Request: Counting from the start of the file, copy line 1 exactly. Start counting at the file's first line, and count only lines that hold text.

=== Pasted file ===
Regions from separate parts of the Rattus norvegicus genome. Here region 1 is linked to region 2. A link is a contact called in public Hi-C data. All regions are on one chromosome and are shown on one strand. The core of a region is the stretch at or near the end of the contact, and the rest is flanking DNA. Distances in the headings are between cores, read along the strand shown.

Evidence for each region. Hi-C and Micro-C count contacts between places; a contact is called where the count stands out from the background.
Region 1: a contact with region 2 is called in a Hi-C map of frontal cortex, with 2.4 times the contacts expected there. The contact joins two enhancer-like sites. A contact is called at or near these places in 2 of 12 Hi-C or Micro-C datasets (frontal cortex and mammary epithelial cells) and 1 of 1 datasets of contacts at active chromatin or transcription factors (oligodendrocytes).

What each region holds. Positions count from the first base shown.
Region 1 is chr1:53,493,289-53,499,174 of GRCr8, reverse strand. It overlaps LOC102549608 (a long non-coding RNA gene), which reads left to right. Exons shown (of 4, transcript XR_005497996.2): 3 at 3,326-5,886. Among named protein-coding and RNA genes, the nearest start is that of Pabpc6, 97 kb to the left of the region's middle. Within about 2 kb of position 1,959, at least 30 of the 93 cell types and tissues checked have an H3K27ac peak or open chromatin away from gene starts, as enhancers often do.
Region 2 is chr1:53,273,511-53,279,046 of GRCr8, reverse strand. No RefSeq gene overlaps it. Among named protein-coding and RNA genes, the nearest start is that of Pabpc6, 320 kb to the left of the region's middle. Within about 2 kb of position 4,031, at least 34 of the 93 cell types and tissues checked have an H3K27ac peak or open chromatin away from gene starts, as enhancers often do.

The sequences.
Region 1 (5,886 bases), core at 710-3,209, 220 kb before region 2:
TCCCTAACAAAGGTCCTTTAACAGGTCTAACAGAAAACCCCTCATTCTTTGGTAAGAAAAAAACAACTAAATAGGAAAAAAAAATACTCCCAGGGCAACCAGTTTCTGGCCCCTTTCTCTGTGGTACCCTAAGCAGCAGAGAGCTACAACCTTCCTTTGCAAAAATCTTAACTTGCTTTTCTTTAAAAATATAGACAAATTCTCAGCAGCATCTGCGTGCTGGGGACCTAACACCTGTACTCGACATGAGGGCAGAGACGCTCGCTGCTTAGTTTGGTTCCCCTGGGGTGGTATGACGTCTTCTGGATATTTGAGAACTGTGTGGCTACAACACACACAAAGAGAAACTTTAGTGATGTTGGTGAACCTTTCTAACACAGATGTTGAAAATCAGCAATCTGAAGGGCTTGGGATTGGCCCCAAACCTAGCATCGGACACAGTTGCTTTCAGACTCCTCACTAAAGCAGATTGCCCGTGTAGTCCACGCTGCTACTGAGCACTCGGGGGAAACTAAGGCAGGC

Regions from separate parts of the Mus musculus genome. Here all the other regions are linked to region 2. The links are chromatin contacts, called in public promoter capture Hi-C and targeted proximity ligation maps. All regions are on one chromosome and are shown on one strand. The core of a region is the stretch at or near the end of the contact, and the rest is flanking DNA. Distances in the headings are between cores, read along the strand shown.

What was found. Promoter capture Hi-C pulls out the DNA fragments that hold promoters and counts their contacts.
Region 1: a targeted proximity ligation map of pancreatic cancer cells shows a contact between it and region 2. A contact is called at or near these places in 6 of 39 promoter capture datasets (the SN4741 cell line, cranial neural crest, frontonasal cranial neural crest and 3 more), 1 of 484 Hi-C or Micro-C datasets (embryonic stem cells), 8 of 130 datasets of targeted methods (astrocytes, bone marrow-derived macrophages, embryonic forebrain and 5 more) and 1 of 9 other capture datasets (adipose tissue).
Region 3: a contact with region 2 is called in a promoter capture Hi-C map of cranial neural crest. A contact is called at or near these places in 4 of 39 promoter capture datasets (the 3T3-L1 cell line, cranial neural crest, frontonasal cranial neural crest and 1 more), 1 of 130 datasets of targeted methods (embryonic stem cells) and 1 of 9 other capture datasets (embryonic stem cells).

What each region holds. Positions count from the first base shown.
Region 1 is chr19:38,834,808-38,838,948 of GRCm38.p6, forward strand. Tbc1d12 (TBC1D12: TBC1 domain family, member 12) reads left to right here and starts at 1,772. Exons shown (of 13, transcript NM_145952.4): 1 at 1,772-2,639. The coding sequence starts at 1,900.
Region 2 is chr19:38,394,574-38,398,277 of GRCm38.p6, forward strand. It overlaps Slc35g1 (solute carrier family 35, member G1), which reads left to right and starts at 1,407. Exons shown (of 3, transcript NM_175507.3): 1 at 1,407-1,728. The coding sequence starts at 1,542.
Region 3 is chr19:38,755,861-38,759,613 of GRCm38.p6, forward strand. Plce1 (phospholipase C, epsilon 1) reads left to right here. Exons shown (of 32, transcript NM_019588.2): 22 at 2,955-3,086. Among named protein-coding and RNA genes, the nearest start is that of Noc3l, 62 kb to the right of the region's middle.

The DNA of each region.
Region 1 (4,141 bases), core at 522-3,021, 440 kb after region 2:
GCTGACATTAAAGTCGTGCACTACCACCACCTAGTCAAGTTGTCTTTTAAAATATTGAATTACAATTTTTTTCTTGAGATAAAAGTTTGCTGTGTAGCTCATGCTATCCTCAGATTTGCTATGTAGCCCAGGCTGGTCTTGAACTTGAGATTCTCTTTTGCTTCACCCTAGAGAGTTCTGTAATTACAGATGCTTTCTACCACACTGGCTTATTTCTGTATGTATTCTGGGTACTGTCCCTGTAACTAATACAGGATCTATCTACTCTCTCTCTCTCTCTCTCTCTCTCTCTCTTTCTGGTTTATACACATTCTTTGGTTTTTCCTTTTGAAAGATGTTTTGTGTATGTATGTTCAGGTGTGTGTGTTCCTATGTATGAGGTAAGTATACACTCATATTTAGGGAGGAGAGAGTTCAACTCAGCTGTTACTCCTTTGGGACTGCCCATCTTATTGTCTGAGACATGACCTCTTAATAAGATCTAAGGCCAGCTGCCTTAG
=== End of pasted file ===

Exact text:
Regions from separate parts of the Rattus norvegicus genome. Here region 1 is linked to region 2. A link is a contact called in public Hi-C data. All regions are on one chromosome and are shown on one strand. The core of a region is the stretch at or near the end of the contact, and the rest is flanking DNA. Distances in the headings are between cores, read along the strand shown.